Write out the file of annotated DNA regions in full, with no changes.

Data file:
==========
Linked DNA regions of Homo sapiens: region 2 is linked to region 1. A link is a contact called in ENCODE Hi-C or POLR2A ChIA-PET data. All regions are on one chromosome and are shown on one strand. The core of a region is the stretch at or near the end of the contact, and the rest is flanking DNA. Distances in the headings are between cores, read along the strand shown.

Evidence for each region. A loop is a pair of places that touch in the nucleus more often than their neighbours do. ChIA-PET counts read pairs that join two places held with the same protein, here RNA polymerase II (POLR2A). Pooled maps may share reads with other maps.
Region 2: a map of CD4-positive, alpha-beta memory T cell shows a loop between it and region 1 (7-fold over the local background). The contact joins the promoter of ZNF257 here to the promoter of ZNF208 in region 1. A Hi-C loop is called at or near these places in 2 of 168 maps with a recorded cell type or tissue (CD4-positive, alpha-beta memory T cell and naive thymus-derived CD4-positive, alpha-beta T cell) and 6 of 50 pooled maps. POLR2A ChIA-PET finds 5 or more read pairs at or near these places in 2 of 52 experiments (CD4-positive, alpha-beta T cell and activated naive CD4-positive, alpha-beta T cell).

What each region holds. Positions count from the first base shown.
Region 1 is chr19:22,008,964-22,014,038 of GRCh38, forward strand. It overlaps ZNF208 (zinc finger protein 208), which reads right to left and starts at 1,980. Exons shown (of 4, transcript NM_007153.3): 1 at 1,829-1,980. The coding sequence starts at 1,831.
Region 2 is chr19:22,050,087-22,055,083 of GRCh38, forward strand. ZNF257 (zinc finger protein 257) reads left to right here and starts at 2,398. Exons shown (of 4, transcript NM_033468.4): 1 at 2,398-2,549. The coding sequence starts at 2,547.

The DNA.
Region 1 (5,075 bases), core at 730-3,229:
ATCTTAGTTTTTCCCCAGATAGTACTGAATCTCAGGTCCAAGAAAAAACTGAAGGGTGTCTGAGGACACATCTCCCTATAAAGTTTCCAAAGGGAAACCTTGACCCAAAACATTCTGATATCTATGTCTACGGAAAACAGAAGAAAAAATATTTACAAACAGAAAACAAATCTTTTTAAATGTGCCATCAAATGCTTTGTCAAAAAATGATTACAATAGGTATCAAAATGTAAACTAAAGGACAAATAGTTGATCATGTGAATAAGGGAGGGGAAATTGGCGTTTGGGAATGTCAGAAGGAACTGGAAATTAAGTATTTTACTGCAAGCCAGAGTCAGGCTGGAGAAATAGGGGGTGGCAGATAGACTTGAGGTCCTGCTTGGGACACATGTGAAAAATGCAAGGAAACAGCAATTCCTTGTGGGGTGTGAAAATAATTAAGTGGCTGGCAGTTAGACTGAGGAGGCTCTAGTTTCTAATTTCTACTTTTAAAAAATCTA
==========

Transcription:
Linked DNA regions of Homo sapiens: region 2 is linked to region 1. A link is a contact called in ENCODE Hi-C or POLR2A ChIA-PET data. All regions are on one chromosome and are shown on one strand. The core of a region is the stretch at or near the end of the contact, and the rest is flanking DNA. Distances in the headings are between cores, read along the strand shown.

Evidence for each region. A loop is a pair of places that touch in the nucleus more often than their neighbours do. ChIA-PET counts read pairs that join two places held with the same protein, here RNA polymerase II (POLR2A). Pooled maps may share reads with other maps.
Region 2: a map of CD4-positive, alpha-beta memory T cell shows a loop between it and region 1 (7-fold over the local background). The contact joins the promoter of ZNF257 here to the promoter of ZNF208 in region 1. A Hi-C loop is called at or near these places in 2 of 168 maps with a recorded cell type or tissue (CD4-positive, alpha-beta memory T cell and naive thymus-derived CD4-positive, alpha-beta T cell) and 6 of 50 pooled maps. POLR2A ChIA-PET finds 5 or more read pairs at or near these places in 2 of 52 experiments (CD4-positive, alpha-beta T cell and activated naive CD4-positive, alpha-beta T cell).

What each region holds. Positions count from the first base shown.
Region 1 is chr19:22,008,964-22,014,038 of GRCh38, forward strand. It overlaps ZNF208 (zinc finger protein 208), which reads right to left and starts at 1,980. Exons shown (of 4, transcript NM_007153.3): 1 at 1,829-1,980. The coding sequence starts at 1,831.
Region 2 is chr19:22,050,087-22,055,083 of GRCh38, forward strand. ZNF257 (zinc finger protein 257) reads left to right here and starts at 2,398. Exons shown (of 4, transcript NM_033468.4): 1 at 2,398-2,549. The coding sequence starts at 2,547.

The DNA.
Region 1 (5,075 bases), core at 730-3,229:
ATCTTAGTTTTTCCCCAGATAGTACTGAATCTCAGGTCCAAGAAAAAACTGAAGGGTGTCTGAGGACACATCTCCCTATAAAGTTTCCAAAGGGAAACCTTGACCCAAAACATTCTGATATCTATGTCTACGGAAAACAGAAGAAAAAATATTTACAAACAGAAAACAAATCTTTTTAAATGTGCCATCAAATGCTTTGTCAAAAAATGATTACAATAGGTATCAAAATGTAAACTAAAGGACAAATAGTTGATCATGTGAATAAGGGAGGGGAAATTGGCGTTTGGGAATGTCAGAAGGAACTGGAAATTAAGTATTTTACTGCAAGCCAGAGTCAGGCTGGAGAAATAGGGGGTGGCAGATAGACTTGAGGTCCTGCTTGGGACACATGTGAAAAATGCAAGGAAACAGCAATTCCTTGTGGGGTGTGAAAATAATTAAGTGGCTGGCAGTTAGACTGAGGAGGCTCTAGTTTCTAATTTCTACTTTTAAAAAATCTA